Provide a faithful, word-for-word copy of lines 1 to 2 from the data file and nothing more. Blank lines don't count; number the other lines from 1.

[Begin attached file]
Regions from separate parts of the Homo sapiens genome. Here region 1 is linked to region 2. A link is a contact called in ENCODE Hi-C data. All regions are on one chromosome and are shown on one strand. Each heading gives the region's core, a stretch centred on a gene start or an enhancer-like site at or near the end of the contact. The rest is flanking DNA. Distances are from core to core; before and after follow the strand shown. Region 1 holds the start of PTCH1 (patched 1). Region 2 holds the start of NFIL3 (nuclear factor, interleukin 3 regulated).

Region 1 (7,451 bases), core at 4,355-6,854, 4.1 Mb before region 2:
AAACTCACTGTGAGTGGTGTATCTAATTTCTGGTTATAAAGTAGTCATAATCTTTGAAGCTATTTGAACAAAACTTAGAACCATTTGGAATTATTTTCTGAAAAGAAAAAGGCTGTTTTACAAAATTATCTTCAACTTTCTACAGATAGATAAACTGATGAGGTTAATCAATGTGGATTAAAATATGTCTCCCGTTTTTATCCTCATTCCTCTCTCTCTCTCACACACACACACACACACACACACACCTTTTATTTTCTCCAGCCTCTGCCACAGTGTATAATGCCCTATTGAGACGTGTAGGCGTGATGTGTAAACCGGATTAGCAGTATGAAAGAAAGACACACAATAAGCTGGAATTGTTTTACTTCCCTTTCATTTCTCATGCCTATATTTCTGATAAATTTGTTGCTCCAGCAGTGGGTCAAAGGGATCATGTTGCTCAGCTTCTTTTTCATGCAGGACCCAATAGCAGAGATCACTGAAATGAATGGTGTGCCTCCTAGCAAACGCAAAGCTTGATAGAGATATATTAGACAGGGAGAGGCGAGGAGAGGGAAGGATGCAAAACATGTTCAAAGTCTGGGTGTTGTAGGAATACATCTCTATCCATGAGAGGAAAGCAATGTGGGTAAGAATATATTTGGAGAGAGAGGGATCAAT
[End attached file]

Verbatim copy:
Regions from separate parts of the Homo sapiens genome. Here region 1 is linked to region 2. A link is a contact called in ENCODE Hi-C data. All regions are on one chromosome and are shown on one strand. Each heading gives the region's core, a stretch centred on a gene start or an enhancer-like site at or near the end of the contact. The rest is flanking DNA. Distances are from core to core; before and after follow the strand shown. Region 1 holds the start of PTCH1 (patched 1). Region 2 holds the start of NFIL3 (nuclear factor, interleukin 3 regulated).

Region 1 (7,451 bases), core at 4,355-6,854, 4.1 Mb before region 2: